Mexico: Illegal Gun Movements

March 1, 2018 Crime , North America , OTHER , United States

Todd Mecklem photo

 

By

Ricardo Swire

 

 

Mexico’s 2017 Interior Ministry report noted that the 29,168 murders were the most recorded since 1997. The country’s internal security battle against traffickers and drug cartels that fragmented to bloodthirsty micro gangs peaked during the 2011 drug wars when 27,213 residents were killed. Rapid and aggressive Jalisco New Generation Cartel (CJNG) expansion prompted chronic drug violence and turf battles.

 

Ongoing law enforcement offensives are driven by cash donations and technical military support supplied by America via the Merida Initiative. Since 2007 the US donated a minimum US$1.5 billion to the Mexican internal security program, 230,000 individuals killed and more than 28,000 mysteriously disappeared during the period. Despite evidence of serious human rights violations cash continues to flow. US$54 billion was spent by Mexico’s government on security and defence. Evidence indicates several illegal guns involved in Mexico’s drug violence originated next-door.

 

American internal security analysts use three methods to quantify arms trafficking. “Gun-walking” is the process of authorities purposefully allowing arms dealers to sell guns to straw purchasers and tracing such weapons across the border. The second technique is “assessment of seized weapon stocks.” Third practice is “use of statistical models.” The US Department of Justice’s (DOJ) Bureau of Alcohol, Tobacco, Firearms & Explosives’ (ATF) data specified during the last five years 87% of confiscated guns entered Mexico from the US.

 

Law enforcement officials in both countries attested most of these weapons equip Drug Trafficking Organizations (DTO). 2017’s GAO report highlighted “the ATF, Department of Homeland Security (DHS), US Immigration and Customs Enforcement do not effectively coordinate efforts.” Such situation stems from absence of clear roles and responsibilities, coupled with outdated inter-agency agreements. According to the report named federal agencies have not systematically collected or analyzed and reported key information that helps plan and assess arms trafficking to Mexico.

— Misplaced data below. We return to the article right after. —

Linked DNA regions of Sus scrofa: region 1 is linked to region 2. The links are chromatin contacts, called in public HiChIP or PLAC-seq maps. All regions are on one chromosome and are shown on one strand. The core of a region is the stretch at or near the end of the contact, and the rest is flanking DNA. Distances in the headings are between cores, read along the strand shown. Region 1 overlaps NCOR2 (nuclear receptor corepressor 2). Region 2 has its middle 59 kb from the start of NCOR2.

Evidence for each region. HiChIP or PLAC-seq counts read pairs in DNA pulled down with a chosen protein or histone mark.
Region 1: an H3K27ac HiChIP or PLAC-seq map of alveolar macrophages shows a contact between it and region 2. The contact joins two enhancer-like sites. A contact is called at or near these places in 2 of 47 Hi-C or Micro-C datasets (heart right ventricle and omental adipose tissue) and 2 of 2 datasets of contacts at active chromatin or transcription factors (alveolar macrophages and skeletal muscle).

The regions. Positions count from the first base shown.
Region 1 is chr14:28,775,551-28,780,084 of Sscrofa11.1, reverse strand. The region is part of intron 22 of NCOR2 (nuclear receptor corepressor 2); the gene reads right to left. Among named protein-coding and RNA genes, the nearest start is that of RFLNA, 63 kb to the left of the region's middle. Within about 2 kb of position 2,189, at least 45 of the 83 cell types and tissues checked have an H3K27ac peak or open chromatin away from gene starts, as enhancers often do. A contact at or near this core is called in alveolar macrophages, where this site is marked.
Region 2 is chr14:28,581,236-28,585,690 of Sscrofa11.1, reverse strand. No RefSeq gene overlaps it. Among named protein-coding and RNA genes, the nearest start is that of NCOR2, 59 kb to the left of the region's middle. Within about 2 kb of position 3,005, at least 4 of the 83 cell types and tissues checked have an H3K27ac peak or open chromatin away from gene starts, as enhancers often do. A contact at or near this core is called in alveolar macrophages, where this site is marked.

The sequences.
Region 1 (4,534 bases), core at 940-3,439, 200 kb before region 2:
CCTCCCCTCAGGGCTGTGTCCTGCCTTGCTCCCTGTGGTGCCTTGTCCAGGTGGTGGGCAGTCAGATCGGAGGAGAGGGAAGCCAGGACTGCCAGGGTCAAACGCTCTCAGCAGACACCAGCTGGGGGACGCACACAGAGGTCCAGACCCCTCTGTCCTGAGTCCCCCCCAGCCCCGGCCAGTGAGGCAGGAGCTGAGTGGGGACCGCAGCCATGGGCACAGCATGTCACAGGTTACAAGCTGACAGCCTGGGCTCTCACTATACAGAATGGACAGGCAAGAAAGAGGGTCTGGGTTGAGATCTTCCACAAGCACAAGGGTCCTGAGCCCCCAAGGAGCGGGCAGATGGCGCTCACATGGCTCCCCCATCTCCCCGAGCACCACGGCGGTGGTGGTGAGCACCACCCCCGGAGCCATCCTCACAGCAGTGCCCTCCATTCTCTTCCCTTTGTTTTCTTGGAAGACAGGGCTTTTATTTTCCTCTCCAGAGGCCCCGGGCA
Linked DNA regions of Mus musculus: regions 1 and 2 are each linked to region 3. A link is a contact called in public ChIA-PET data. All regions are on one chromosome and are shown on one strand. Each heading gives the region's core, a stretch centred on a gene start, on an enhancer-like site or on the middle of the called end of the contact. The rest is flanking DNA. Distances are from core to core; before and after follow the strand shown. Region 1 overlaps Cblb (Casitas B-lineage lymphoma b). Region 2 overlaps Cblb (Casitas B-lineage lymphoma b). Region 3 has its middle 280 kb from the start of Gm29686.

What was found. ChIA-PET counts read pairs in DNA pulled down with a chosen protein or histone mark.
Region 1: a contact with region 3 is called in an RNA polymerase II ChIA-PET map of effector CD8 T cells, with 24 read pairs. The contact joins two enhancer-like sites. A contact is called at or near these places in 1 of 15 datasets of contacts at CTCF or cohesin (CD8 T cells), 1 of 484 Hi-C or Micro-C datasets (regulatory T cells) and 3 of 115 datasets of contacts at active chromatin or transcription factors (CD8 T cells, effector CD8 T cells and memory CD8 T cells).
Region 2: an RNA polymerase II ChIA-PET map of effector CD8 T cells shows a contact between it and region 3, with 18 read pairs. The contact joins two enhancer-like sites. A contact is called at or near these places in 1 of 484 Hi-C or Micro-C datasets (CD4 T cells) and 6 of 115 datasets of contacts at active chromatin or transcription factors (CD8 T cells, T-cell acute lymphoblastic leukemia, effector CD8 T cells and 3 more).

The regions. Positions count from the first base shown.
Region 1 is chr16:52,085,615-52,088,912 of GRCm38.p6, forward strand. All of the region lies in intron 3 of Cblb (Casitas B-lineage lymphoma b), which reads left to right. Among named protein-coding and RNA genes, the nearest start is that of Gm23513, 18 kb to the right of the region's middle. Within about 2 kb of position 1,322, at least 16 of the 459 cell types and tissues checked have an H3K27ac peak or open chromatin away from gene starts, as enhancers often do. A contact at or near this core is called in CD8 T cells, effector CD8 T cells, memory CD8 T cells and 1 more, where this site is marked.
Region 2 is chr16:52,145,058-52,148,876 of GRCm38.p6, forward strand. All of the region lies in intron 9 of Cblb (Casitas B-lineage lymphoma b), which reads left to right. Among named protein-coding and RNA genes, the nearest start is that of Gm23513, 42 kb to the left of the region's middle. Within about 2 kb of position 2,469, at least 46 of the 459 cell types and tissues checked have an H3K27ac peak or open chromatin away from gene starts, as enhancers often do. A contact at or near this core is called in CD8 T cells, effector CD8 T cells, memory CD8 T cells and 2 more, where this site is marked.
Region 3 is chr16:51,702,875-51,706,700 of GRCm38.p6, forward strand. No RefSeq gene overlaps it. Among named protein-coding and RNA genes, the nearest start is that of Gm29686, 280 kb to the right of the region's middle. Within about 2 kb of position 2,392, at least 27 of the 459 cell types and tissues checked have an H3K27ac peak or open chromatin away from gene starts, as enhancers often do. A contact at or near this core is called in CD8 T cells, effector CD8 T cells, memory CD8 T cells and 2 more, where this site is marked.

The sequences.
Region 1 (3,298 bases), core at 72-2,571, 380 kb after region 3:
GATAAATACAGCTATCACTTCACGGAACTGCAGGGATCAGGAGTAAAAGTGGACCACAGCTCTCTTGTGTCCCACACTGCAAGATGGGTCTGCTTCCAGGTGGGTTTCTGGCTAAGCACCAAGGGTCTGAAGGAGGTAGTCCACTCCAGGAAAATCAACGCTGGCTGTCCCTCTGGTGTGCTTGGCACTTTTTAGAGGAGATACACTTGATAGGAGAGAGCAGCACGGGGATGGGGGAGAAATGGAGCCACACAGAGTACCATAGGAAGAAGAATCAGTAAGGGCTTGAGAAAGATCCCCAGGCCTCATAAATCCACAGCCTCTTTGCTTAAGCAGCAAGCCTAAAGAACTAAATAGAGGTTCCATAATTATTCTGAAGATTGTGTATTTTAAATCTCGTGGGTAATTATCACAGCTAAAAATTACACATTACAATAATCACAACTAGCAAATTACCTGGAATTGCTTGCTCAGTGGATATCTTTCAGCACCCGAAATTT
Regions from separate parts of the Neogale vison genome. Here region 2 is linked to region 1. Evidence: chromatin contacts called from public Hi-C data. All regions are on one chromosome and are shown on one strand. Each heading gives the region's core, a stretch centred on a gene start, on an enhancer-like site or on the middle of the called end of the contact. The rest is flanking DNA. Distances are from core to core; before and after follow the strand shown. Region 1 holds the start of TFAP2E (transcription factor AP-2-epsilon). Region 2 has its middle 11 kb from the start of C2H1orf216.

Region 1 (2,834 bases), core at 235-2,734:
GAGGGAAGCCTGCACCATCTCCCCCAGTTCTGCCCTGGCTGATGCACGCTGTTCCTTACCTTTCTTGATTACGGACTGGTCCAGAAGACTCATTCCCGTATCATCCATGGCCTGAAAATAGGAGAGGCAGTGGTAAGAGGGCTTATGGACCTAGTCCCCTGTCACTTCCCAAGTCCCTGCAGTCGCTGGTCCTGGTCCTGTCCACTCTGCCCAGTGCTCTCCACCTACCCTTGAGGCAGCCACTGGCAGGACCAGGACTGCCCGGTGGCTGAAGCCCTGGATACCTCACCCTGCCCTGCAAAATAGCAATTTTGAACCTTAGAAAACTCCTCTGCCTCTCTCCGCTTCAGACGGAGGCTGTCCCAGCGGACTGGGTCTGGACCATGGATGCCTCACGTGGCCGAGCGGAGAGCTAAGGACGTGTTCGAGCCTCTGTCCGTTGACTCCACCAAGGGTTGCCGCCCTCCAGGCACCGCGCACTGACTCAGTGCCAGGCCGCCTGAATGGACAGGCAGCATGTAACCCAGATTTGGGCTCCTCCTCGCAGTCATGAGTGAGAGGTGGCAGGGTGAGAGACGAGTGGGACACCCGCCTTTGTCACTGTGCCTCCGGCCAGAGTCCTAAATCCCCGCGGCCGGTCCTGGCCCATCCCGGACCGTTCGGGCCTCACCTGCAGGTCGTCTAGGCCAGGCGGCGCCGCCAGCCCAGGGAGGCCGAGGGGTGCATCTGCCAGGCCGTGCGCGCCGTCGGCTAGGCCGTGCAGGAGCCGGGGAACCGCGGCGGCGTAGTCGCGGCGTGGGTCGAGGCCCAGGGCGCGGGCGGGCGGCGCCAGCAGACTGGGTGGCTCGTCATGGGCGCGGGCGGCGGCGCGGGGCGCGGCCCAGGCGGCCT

US assistance is limited because Mexican counterparts haphazardly use ATF’s eTrace computerized program. Not long ago the US government introduced the “National Southwest Border Counternarcotics Strategy,” managed by the Office of National Drug Control Policy (ONDCP). The strategy has a section specifically related to managing illegal guns smuggled to Mexico. CESOP, or Mexico’s ant-corruption and accountability agency, projected two thousand firearms illegally enter Mexico daily from bordering USA.

 

In 2012 CESOP calculated illegal guns accounted for 85% of fifteen million firearms which circulated in Mexico. CESOP found 40% of Mexican drug traffickers’ guns originated in Texas, facilitated by “straw purchases.” US DHS data noted in two years, from 2010 to 2012, seizures at the southwest border increased 189% compared to the period 2006 to 2008. A University of San Diego analysis calculated almost half of US firearms dealers are financially dependent on Mexican consumers.

 

 

 

 

Ricardo Swire - Tuck Magazine

Ricardo Swire

Ricardo Swire is the Principal Consultant at R-L-H Security Consultants & Business Support Services and writes on a number of important issues.

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